Around 200 locals at the beautiful coastal town of Eden earned their living at the tuna cannery until it closed in 1999, priced out of the market by ruthless Thai competitors with giant processing factories whose hygiene is highly questionable at best.
John Henry, a former manager at the facility for 33 years, travelled to Thailand with another manager in the mid-1980s to check the country's processing industry and its standards.
"We looked at sanitisation and they (the Thais) had the best system ever. But when we looked inside their laboratory, there was no one working in there ticking things off. It was all for show," he said.
Most of the canned tuna that is now imported into Australia comes from Thailand, with Sydney's Soul Origin Cafe at the centre of a food poisoning outbreak last month that left seven customers ill with symptoms of the potentially fatal scombroid poisoning. The cafe used the John Bull brand of tuna that is canned in Thailand at the ISA Value Co Ltd factory. Concerns have since surfaced about conditions at the factory, including the alarming assertion that the canned fish is stored at high temperatures out in the searing heat.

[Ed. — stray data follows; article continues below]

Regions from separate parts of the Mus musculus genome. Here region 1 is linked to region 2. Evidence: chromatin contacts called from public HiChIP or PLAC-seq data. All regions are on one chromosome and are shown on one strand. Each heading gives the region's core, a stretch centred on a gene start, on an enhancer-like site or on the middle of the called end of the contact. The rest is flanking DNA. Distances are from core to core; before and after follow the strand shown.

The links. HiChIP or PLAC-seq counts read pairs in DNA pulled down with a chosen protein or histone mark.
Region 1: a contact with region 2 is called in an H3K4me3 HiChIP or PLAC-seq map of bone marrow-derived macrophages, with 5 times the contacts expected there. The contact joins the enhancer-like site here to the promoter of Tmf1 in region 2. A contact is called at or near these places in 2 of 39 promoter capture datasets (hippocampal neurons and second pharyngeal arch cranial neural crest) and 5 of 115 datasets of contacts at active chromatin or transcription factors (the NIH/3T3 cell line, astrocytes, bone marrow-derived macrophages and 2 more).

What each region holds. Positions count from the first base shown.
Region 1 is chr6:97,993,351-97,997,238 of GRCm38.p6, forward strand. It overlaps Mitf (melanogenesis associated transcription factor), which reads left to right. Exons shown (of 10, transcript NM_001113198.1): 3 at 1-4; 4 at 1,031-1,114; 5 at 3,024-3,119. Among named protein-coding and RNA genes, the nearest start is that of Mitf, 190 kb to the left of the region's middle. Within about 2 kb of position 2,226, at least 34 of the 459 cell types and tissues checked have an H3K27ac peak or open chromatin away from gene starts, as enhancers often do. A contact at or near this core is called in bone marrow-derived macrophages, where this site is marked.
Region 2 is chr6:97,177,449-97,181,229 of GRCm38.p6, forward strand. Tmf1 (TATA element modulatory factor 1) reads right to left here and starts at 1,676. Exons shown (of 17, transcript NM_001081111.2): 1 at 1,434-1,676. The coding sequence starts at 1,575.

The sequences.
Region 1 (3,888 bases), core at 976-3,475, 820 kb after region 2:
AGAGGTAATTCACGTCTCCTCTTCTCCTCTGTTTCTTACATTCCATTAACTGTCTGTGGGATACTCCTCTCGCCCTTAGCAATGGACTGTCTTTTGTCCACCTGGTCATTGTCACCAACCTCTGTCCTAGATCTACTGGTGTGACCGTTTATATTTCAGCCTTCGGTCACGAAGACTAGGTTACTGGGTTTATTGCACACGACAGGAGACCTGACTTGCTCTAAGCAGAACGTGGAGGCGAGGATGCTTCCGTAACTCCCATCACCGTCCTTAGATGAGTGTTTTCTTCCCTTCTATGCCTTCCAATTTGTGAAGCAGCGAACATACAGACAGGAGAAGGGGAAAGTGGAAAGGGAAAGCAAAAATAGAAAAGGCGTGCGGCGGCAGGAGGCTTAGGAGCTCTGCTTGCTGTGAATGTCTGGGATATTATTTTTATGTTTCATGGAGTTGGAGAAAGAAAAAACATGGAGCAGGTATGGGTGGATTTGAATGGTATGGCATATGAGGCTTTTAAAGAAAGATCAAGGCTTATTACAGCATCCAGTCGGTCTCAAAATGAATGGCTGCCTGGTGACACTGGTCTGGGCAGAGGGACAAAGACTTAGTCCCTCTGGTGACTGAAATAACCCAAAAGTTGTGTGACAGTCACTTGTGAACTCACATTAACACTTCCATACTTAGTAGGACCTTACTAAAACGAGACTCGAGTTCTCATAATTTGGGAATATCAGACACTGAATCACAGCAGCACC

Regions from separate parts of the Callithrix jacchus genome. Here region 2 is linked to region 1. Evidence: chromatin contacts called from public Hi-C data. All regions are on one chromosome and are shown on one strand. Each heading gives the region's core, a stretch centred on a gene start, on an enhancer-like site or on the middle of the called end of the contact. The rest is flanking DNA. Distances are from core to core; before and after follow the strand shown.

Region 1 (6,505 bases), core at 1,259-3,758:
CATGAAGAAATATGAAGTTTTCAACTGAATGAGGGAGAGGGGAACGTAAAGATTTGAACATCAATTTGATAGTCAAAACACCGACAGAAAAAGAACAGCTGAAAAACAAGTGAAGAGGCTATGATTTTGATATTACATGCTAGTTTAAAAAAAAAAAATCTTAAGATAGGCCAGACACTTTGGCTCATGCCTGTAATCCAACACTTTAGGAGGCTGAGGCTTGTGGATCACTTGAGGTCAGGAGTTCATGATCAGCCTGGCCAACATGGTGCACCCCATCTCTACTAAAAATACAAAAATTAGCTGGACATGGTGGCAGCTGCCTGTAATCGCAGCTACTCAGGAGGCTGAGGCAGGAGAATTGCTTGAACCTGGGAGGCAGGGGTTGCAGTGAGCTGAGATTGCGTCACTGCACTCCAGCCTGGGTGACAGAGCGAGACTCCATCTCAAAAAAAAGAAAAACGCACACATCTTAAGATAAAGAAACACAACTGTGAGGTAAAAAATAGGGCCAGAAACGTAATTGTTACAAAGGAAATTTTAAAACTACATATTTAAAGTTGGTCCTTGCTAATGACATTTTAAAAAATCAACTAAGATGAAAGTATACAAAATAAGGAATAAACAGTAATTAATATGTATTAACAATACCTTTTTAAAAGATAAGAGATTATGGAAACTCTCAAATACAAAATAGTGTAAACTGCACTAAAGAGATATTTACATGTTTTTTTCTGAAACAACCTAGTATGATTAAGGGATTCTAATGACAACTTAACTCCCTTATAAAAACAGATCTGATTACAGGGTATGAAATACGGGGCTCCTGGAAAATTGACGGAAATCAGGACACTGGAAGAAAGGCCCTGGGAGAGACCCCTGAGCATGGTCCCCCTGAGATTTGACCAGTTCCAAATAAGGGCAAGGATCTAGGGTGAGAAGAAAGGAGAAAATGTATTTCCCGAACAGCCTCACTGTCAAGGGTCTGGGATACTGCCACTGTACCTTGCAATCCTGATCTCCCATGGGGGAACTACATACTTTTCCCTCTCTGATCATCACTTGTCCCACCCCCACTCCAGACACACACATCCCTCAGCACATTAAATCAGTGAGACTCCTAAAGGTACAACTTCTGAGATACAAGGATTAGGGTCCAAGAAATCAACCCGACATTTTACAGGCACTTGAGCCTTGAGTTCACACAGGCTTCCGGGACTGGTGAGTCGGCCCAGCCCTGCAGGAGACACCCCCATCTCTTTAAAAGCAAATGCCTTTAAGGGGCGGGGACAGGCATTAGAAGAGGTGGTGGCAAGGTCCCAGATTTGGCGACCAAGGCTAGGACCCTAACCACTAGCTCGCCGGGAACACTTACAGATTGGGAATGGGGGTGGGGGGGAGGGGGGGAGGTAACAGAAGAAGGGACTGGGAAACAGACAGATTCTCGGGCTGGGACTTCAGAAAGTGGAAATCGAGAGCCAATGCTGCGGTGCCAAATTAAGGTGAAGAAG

A spokesman for Safcol confirmed that, "No canned tuna sold in Australia is sourced in Australia and has not been for many years."
If one positive has to come from all of this then it is that consumers in Australia are now becoming more aware of where the food that they purchase actually comes from.
Source : The Daily Telegraph, 11 March 2015